Oil Prices Jump as Hamas Attack on Israel Fuels Supply Concerns

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Oil prices surged on Monday, May 9, 2023, after Hamas launched a surprise rocket attack on Israel, sparking fresh concerns about tensions in the Middle East. The conflict has raised concerns about supplies of crude from the region at a time when supply worries are already high owing to Saudi Arabia and Russia's output cuts.

The attack, which came in response to Israeli airstrikes on Gaza, has killed more than 40 people and injured hundreds more. It has also led to the closure of the main border crossing between Israel and Gaza, further disrupting the flow of goods and people.

The conflict has also raised concerns about the impact on inflation, with energy costs a key driver of spiking prices. This has given a fresh headache to central banks as they try to ease up on interest rate hikes to avoid recessions.

The price of Brent crude oil, the global benchmark, rose by more than 5% to $111 a barrel on Monday. The price of West Texas Intermediate (WTI) crude oil, the US benchmark, also rose by more than 5% to $107 a barrel.

The conflict in the Middle East is the latest in a series of factors that have contributed to the rise in oil prices in recent months. Other factors include the ongoing war in Ukraine, the sanctions on Russia, and the recovery in global demand for oil.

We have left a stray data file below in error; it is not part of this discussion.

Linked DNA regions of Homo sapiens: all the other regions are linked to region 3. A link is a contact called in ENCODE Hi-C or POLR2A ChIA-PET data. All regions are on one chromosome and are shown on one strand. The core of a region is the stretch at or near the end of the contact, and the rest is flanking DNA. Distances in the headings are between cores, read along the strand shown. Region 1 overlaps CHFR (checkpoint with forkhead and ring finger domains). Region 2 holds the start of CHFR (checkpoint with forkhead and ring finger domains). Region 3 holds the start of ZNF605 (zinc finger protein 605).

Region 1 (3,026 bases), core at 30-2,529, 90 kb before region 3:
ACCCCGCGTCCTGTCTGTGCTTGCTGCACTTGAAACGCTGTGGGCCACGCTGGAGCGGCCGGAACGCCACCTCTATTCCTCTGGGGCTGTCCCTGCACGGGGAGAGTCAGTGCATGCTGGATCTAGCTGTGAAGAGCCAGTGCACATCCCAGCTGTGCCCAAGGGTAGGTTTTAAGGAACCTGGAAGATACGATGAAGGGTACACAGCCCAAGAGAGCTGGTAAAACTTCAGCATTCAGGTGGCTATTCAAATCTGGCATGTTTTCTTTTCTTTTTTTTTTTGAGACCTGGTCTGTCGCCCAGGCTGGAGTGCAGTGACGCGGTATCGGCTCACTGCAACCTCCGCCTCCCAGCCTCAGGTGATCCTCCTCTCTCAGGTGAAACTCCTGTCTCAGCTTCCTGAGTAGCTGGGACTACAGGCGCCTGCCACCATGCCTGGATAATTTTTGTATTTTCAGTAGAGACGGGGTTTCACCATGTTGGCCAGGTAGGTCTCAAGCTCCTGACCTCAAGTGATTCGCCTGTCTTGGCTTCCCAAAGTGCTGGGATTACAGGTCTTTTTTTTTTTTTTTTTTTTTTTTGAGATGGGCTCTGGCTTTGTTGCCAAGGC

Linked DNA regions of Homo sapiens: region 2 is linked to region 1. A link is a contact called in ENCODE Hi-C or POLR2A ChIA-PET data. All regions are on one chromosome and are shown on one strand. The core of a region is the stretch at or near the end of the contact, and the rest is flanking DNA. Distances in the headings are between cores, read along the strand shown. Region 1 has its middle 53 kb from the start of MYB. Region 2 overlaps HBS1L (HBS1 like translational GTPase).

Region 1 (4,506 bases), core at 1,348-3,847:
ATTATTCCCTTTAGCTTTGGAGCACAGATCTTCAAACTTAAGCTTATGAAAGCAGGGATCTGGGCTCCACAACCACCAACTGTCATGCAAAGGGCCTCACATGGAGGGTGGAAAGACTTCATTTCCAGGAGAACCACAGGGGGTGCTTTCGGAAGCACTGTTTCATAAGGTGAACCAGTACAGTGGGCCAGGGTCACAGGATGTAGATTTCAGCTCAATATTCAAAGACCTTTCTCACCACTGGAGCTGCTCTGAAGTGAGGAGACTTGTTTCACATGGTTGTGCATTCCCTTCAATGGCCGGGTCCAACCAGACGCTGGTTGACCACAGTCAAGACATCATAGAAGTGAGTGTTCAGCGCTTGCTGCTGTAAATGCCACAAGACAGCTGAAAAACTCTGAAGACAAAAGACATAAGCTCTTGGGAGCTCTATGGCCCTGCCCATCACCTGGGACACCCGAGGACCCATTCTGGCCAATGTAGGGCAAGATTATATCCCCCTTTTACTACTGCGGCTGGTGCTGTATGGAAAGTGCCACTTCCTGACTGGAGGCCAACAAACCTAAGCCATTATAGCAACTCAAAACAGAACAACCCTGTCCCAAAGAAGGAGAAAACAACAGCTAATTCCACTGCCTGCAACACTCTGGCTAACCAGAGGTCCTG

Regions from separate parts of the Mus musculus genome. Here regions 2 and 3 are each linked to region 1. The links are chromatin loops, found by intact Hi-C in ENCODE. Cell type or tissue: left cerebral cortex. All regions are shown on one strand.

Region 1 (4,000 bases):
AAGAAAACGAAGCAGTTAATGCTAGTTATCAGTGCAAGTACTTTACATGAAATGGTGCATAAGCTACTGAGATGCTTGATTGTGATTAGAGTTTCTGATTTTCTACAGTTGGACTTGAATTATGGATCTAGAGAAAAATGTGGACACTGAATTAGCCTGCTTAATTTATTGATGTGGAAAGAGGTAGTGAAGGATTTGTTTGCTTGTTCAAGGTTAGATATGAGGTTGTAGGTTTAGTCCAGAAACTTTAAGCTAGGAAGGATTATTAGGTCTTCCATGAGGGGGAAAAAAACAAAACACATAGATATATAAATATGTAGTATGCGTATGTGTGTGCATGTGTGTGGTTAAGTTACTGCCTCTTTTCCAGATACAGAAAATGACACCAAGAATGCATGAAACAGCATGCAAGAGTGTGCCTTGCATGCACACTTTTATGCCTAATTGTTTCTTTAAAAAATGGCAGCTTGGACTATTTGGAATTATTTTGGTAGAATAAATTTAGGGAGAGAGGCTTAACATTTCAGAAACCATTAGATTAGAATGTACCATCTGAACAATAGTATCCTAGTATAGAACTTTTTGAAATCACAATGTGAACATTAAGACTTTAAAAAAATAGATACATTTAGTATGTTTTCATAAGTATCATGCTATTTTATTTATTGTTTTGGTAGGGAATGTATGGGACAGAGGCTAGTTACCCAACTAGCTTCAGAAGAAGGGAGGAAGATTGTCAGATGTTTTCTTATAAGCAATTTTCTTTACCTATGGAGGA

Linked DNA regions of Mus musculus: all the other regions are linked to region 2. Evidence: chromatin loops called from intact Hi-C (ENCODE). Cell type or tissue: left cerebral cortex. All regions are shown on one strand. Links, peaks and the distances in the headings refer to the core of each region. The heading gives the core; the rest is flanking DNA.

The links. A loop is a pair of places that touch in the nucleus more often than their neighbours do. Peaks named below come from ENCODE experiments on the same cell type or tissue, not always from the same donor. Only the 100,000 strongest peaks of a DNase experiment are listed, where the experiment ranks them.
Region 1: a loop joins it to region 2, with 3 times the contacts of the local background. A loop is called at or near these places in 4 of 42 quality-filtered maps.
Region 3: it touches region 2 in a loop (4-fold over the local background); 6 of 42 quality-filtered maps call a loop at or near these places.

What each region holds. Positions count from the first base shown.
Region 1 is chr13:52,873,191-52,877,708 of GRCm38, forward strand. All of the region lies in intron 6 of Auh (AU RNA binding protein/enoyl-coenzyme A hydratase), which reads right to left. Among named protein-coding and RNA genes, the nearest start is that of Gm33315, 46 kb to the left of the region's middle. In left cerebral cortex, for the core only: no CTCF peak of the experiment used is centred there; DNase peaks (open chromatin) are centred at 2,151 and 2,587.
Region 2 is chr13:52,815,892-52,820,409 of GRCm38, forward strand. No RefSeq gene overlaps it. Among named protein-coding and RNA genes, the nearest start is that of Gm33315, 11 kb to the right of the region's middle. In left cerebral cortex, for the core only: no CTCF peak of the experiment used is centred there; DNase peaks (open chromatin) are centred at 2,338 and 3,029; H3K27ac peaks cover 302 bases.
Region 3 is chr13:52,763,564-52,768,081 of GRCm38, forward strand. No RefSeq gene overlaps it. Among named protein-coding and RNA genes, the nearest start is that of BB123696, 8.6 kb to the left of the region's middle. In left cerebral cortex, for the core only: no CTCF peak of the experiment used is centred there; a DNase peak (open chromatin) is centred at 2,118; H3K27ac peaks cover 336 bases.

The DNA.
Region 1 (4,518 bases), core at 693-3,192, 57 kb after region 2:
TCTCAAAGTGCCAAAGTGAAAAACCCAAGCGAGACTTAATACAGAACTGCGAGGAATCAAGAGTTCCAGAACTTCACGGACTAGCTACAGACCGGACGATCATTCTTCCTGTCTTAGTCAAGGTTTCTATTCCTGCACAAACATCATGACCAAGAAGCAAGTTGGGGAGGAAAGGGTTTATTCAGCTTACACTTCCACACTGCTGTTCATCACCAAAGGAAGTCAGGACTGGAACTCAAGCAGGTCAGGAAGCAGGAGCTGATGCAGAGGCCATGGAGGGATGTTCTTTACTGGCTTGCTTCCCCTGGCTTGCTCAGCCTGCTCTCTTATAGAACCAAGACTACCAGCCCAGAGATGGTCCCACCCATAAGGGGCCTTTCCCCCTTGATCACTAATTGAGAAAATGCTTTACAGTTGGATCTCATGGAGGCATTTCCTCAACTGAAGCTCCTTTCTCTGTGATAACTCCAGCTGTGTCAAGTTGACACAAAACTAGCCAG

The rise in oil prices is likely to have a knock-on effect on other industries, such as airlines, shipping, and manufacturing. It is also likely to lead to higher inflation, which could erode consumer spending and economic growth.

Investors Seek Safety in Dollar and Yen

Investors also flocked to the safety of the US dollar and the Japanese yen on Monday. The dollar rose against the pound, the euro, and the Australian and New Zealand dollars. The yen also strengthened against the greenback, though it still remains locked around 11-month lows.

Gold, another key haven asset, gained around 1% on Monday. Equity markets were mixed, with Shanghai dropping on its first day back after a week-long holiday as investors continue to fret over the stuttering Chinese economy. There were also losses in Mumbai, Singapore, Manila, Bangkok, and Wellington, though Hong Kong rose in shortened trade, having been closed in the morning owing to a typhoon. Sydney and Jakarta eked out gains. Tokyo was closed for a holiday.

London edged up while Paris and Frankfurt were lower. The tepid performance came despite a rally on Wall Street, where traders welcomed data showing a forecast-busting jump in new jobs but wage growth slowing.

The "Goldilocks" figures — neither too strong nor too weak — lifted optimism the world's top economy can avoid a recession even as the Federal Reserve keeps rates elevated. Still, there are worries the bank will hike one more time before the end of the year, with officials determined to bring inflation to heel and keep it at their 2% target.

The conflict in the Middle East is a major geopolitical risk that could have a significant impact on the global economy. It is important to monitor the situation closely and to be prepared for the possibility of further volatility in the markets.

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